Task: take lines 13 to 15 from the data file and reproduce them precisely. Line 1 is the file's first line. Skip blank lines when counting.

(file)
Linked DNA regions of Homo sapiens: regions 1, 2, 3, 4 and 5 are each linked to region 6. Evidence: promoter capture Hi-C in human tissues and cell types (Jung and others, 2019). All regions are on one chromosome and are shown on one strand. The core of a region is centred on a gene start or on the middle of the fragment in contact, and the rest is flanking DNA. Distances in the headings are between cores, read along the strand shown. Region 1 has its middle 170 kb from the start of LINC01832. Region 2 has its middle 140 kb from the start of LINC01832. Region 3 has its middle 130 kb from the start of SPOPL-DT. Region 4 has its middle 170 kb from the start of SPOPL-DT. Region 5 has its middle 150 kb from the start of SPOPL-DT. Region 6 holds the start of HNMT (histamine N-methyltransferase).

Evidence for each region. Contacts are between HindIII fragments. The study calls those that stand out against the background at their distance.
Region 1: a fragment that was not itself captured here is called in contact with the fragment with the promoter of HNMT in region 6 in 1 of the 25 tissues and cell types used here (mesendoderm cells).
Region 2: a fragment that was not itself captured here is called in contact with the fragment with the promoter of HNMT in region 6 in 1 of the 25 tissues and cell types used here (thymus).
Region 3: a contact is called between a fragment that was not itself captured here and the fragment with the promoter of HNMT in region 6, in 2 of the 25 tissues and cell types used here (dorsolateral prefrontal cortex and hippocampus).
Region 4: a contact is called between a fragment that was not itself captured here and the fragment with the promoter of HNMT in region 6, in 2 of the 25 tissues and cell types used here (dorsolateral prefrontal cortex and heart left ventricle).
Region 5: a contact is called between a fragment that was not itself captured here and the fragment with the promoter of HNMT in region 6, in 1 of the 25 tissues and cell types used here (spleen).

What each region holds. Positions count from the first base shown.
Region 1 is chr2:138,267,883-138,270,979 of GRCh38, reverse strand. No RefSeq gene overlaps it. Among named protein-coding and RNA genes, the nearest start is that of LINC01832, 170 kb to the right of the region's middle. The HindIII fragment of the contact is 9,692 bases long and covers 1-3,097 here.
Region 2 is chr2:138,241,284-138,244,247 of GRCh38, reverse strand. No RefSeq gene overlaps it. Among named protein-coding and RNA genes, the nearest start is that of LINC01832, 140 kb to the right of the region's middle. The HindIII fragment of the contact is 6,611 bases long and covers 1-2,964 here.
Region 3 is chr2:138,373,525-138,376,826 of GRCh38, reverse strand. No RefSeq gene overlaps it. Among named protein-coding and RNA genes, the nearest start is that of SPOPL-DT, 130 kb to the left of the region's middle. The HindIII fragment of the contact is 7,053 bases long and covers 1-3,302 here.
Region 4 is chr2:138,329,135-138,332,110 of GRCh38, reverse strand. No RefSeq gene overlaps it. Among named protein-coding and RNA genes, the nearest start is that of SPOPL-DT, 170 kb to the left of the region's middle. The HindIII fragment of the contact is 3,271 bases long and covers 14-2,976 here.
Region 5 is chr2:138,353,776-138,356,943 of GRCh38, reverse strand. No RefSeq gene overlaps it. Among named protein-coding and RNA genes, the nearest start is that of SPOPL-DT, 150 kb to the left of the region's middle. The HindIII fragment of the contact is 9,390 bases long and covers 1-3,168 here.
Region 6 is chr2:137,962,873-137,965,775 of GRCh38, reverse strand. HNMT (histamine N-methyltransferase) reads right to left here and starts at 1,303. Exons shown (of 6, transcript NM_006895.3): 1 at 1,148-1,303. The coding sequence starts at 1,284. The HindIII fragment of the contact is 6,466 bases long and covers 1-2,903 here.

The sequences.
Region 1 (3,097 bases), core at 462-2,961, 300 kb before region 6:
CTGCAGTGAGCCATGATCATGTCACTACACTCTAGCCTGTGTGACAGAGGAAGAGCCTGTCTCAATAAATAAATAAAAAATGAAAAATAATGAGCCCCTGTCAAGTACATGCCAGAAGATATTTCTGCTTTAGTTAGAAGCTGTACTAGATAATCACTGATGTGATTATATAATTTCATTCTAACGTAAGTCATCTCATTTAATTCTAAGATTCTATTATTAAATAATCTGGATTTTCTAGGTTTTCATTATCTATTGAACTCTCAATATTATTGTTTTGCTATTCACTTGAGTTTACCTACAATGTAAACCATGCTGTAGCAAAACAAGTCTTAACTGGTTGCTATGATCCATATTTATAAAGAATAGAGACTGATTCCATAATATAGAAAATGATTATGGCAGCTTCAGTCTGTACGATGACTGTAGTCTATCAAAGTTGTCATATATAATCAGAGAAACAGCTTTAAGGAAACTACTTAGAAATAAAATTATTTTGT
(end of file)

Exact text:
Region 5 is chr2:138,353,776-138,356,943 of GRCh38, reverse strand. No RefSeq gene overlaps it. Among named protein-coding and RNA genes, the nearest start is that of SPOPL-DT, 150 kb to the left of the region's middle. The HindIII fragment of the contact is 9,390 bases long and covers 1-3,168 here.
Region 6 is chr2:137,962,873-137,965,775 of GRCh38, reverse strand. HNMT (histamine N-methyltransferase) reads right to left here and starts at 1,303. Exons shown (of 6, transcript NM_006895.3): 1 at 1,148-1,303. The coding sequence starts at 1,284. The HindIII fragment of the contact is 6,466 bases long and covers 1-2,903 here.

The sequences.